(and continues to do so):

       "There the orange "piece" (for want of a better word) lay
        and there it lay
        and continued to do so

        there came a dog and sniffed it
        and the smell apparently miffed it
        for it solemnly just walked away
        and walked away
        and continued to do so 

        two poets came in sight of it
        one left, one to the right of it
        reflected on the plight of it.
        one walked right away
        one was left there to stay
        and thus, there he did stay
        and continued to do so

        he thought, then, it was time
        to speak by means of rhyme
        of the orange "piece" (for want of a better word) that lay
        on the staircase. and to this day
        continues to do so...
        at the sight of the orange "piece" (for want of a better word)
        the poet and his thoughts concurred
        and thus he wrote away
        (and continues to do so):

           "There the orange "piece" (for want of a better word) lay
            and there it lay
            and continued to do so


(If the idea of recursive poetry with 3,5,7,9-lined-stanzas appeals to you a lot, feel free to go back up and re-read. If that doesn't curb the excitement brewing inside you, we accept gifts in the form of pizzas, ice-creams and assorted chips.)

Saturday, February 21, 2009

The Absent Fiend Rebuttal

Bharat proves that he is out of rhyme
As he pains me to write time after time
But the fellow must realize why I'm choosy
As I don't treat verse like treating a floozy

Bharat, for his sins, now shall pay
As he's enraged the Lord of Verse today
His poems will be lost in carnage and chaos
Before that, Ankur and Ali, enthu for Cryos?

Friday, February 20, 2009

For Absent Fiends (All references to songs by bands, totally alive and rocking, are whole heartedly intended)

My colleague, Rajat, basks in the fame
Of having written a poem so lame.
He's seemingly thrilled
And about to be killed
For his absence is a serious shame.

Thursday, February 19, 2009


The journey started at the torrid turbine
It shall end tomorrow, as per design.
As the end of this judgment week draws near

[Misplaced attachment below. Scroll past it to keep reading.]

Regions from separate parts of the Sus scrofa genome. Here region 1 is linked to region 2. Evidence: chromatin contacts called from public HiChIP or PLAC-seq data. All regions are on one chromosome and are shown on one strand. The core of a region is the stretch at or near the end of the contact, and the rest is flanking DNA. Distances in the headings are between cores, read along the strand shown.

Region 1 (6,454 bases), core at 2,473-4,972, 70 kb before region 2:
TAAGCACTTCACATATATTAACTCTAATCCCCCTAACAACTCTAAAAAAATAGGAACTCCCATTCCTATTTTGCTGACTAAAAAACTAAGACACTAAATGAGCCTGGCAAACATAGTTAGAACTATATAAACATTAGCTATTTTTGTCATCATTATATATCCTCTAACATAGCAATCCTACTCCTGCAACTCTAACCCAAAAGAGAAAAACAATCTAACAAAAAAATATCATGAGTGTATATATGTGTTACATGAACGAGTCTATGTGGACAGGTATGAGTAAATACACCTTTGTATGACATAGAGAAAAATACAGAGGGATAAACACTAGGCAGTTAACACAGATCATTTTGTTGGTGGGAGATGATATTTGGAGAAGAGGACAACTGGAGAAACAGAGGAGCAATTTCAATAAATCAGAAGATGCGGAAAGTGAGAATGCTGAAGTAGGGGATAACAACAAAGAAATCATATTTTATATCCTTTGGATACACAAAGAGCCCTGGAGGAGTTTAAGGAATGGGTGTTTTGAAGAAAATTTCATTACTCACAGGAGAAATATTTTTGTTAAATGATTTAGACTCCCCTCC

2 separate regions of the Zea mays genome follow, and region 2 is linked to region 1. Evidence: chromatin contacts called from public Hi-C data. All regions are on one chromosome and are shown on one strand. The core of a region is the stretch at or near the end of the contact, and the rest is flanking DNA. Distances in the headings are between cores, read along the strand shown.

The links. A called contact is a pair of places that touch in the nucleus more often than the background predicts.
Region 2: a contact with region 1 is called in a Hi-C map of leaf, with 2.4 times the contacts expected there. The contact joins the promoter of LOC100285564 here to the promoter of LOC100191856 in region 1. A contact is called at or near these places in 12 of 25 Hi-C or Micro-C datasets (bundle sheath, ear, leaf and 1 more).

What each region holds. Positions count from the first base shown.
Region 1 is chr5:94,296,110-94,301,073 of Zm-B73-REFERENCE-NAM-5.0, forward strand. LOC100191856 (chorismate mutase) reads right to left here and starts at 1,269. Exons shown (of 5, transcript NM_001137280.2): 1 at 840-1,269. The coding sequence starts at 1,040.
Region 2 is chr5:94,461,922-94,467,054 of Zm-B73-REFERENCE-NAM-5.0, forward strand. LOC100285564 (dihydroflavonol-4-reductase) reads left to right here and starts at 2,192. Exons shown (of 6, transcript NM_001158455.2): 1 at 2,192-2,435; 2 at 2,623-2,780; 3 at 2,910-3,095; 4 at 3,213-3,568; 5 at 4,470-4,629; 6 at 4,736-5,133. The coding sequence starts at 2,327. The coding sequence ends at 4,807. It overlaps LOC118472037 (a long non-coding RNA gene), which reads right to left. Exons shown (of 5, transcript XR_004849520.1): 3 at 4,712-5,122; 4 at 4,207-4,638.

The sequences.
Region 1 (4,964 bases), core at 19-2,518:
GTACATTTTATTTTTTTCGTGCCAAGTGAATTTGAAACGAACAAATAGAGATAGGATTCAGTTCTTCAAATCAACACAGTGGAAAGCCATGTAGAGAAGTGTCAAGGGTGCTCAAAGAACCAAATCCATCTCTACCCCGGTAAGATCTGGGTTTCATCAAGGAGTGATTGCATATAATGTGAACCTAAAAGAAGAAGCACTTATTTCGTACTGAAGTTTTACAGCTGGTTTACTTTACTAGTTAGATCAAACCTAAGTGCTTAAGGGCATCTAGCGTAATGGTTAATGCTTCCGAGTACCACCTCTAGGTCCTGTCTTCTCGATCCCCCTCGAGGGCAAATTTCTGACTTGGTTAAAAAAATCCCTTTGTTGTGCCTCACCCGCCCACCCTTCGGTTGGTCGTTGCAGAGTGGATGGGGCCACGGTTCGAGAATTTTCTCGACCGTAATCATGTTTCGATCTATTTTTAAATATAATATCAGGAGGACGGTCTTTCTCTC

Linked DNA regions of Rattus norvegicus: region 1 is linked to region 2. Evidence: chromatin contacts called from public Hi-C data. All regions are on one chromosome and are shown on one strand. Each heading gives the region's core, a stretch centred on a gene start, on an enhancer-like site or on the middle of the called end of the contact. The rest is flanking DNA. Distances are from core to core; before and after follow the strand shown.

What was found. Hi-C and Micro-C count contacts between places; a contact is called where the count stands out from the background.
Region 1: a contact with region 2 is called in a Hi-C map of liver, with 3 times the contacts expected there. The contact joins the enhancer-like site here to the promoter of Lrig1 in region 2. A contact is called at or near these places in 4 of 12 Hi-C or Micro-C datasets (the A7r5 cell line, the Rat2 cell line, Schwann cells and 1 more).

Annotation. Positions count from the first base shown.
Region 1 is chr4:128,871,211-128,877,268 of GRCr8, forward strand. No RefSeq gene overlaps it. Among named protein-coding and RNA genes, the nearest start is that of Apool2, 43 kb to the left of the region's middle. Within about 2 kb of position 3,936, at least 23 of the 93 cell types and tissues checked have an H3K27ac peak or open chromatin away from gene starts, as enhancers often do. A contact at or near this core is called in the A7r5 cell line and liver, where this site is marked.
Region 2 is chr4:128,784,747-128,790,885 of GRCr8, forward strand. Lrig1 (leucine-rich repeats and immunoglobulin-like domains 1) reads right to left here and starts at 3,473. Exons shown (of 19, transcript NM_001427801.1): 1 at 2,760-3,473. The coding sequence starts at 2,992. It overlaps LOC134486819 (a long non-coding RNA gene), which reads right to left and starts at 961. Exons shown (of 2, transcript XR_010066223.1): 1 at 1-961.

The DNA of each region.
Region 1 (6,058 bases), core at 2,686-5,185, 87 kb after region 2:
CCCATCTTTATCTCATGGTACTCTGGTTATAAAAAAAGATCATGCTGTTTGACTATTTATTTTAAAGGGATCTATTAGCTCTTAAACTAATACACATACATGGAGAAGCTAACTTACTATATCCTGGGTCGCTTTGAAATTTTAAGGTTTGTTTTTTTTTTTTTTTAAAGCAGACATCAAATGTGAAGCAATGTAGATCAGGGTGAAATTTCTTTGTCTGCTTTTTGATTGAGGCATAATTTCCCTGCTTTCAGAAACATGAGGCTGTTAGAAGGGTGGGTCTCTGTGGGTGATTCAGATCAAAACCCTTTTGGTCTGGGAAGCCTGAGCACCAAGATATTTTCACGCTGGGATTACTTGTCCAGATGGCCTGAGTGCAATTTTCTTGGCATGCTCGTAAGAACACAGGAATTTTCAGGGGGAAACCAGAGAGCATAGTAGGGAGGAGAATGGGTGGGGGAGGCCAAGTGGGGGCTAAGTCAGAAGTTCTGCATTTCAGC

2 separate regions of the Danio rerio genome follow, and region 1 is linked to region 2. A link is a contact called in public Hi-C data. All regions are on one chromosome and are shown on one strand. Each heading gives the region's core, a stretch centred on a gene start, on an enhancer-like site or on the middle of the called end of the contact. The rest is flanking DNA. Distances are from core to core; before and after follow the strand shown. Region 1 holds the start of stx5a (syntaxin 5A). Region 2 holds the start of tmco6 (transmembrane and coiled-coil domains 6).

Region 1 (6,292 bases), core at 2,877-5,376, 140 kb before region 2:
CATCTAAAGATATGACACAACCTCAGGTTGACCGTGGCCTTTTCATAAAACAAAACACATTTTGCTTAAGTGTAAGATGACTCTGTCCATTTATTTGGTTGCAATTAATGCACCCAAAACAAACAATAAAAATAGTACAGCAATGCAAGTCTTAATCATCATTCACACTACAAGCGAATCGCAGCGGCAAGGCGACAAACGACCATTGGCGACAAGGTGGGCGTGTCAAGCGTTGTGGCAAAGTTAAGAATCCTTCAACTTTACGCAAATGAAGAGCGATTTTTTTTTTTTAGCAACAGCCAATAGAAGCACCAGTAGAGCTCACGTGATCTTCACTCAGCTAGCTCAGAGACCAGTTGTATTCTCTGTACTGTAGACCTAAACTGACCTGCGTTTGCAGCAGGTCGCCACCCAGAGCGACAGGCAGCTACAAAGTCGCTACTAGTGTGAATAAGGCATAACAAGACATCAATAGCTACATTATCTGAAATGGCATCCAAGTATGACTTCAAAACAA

At these mundane exams I still laugh and leer
I have seen them off without trying hard
Or muttering words muted and starred.
If testing me, Sir, is your ultimate aim
Find other ways, for these are too lame.

Wednesday, February 18, 2009

Post Midsem Blues (read Reds)

I hereby declare that I am no troll
But I screwed up flight mech and control
There's nothing special about the screw
For that's just what I generally do
But never have I been screwed up so bad
And that's why I am especially sad.

Tuesday, February 17, 2009

V Day Celibations

Lizard Lizard on the wall
On my table she did fall
To my dismay she wasn't small
And there she answered nature's call

Then hurried off like she was late ("she" can be used without loss of generality)
On the roof she found her mate
For a moment or so, they pranced about
And then they started making out

It sums up my pathetic fate
How crappy is my condition
When ALL celebrate, I'm celibate
And studying rocket propulsion!!

Sunday, February 15, 2009

A :Prayer

Oh rocket! Elegance you personify
As you stand majestic and tall.
Its Earth's own will that you defy
You leave her puny and small.

The toughest cower at your booming sound
Your speed shocks Superman
In your wake he is wanting found
And he withers, weak and wan

You generate waves with your unearthly skill
Barriers mean nothing to you
You call monotony what others call thrill
For nothing, to you, is new.

O Lord, you're the one I think about
At your glorious grace I bow
In the morn in the eve, day in ,day out
Do your blessings on me bestow

To money, to power I pay no heed
Those are for lesser men
More profound, O Lord, is my need
For I need a perfect ten.